After a car accident, how is the value decided for your vehicle if it is determined totaled?
December 18, 2003 9:08 AM   Subscribe

When you are involved in a car accident, how is the value decided for your vehicle if it is determined totaled? I imagine it has something to do with the Kelley Blue Book price, but is it what the retail price of the car would be or the trade-in value or what? Or does it have absolutely nothing to do with any of that? And what consideration does the insurance company take if you owe more than they value it? Merry Christmas to me.
posted by nramsey to Travel & Transportation (6 answers total)
What a coincidence, the Quark document I have open (a legal reference for students) just happens to address this question:

What if the insurance company “totals” my car?
If the car repairs are estimated to cost 70% or more of the actual cash value of the car, an insurer will usually “total” the car and offer to buy the car from you for the actual cash value of the car. An industry benchmark for determining the value is the National Automobile Dealers Association Used Car Guide (“Blue Book”), but you should also get price quotes from used car dealers and newspaper used car ads.

If the insurance company wants to “total” my car and I want to fix it, what can I do?
You can keep your car if you are willing to subtract its salvage value from the insurance settlement. You can get estimates from salvage yards.

What if I do not agree with the amount that I am offered to “total” my car?
Your policy offers a procedure called “appraisal” as a way to resolve the dispute. You and the company each choose a damage appraiser who selects an umpire. An estimate agreed to by any two of these three people is binding. Each party must pay its chosen appraiser and split the other expenses of the appraisal process.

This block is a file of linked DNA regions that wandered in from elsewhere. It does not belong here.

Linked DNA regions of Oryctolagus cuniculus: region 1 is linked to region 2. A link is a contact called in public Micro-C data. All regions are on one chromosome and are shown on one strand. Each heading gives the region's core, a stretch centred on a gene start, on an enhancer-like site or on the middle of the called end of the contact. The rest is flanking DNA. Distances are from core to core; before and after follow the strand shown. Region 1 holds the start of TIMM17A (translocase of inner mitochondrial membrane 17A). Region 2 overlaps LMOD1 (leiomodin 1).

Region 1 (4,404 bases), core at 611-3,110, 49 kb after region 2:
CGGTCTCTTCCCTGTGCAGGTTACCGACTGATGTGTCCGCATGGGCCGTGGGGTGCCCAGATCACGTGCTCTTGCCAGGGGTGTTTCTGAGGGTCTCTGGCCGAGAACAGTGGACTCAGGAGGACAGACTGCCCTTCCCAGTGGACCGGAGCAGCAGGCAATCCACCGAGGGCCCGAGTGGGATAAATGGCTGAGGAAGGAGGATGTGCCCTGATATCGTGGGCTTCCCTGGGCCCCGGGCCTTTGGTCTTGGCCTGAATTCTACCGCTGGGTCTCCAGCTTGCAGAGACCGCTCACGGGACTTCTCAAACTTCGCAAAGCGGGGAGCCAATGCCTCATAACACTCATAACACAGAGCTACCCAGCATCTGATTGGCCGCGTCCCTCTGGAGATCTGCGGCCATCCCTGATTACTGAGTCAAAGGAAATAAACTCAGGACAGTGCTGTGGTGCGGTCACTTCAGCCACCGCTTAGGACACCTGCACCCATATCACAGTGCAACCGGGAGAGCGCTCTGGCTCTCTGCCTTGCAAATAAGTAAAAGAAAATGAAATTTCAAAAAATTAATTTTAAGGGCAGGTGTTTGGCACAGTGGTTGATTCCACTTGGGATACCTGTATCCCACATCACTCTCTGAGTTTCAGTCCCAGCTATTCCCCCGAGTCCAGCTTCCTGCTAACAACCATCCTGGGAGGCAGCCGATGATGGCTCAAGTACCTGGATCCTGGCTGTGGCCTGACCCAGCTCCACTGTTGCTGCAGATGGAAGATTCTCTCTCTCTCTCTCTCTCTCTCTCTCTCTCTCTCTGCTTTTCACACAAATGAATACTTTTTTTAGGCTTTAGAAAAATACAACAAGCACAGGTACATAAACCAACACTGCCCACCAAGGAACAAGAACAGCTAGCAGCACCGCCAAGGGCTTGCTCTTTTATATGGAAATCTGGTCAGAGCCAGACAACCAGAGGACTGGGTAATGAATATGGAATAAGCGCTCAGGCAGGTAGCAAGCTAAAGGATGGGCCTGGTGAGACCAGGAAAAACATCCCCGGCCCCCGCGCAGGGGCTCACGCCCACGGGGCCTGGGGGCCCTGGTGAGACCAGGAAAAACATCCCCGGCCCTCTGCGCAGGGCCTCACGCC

posted by whatnot at 9:13 AM on December 18, 2003

NADA Guide.
posted by monju_bosatsu at 9:28 AM on December 18, 2003

I "totaled" my VW Camper some years back. I bought it back from the insurance company for something like $350.00 (nothing to do with the value, this is the set price for buying back a total loss).

Now, their settlement to me, as the insured, was set at something around $1200, if I recall correctly. I told them the car was worth much more. Prove it, they said. I scoured for ads of other Campmobiles of similar edge etc for sale, and convinced the insurance company that the car was worth about $2400.00. They cut me a check for that amount.

(That's when I bought the thing back and fixed it for $800 -- then proceeded to blow the rest on rent in Cambridge, MA).
posted by Dick Paris at 11:31 AM on December 18, 2003

As others have said, they just pay what NADA thinks you could have sold it for. This has nothing to do with the actual value of the vehicle, or the replacement cost.

My car was totalled last month, and not only did they not pay me enough to buy a replacement, but they didn't even clear out the loan. I bought it pretty recently, so I've been paying mostly interest, and the car has depreciated faster than I've made payments against the principal. So I'm out the car and still have six months or so of payments to make before I can start saving up for a down payment on a new one. I hope you are more fortunate.
posted by Mars Saxman at 12:23 PM on December 18, 2003

i would look for comparable values - i had bought a mint 80's landcruiser in california that was totaled about a year later... obviously similar vehicles in minnesota would be rusted ... so i did my homework using and was a able to make a good case to the insurance company for a substantially larger payment.

good luck.
posted by specialk420 at 1:46 PM on December 18, 2003

speciak420: what model was it? FJ40? FJ60? My family has a 1984 FJ60 wagon with the 4 speed stick shift. I will NOT let it leave my family. A truly spartan vehicle. Great truck!
posted by gen at 4:09 PM on December 18, 2003

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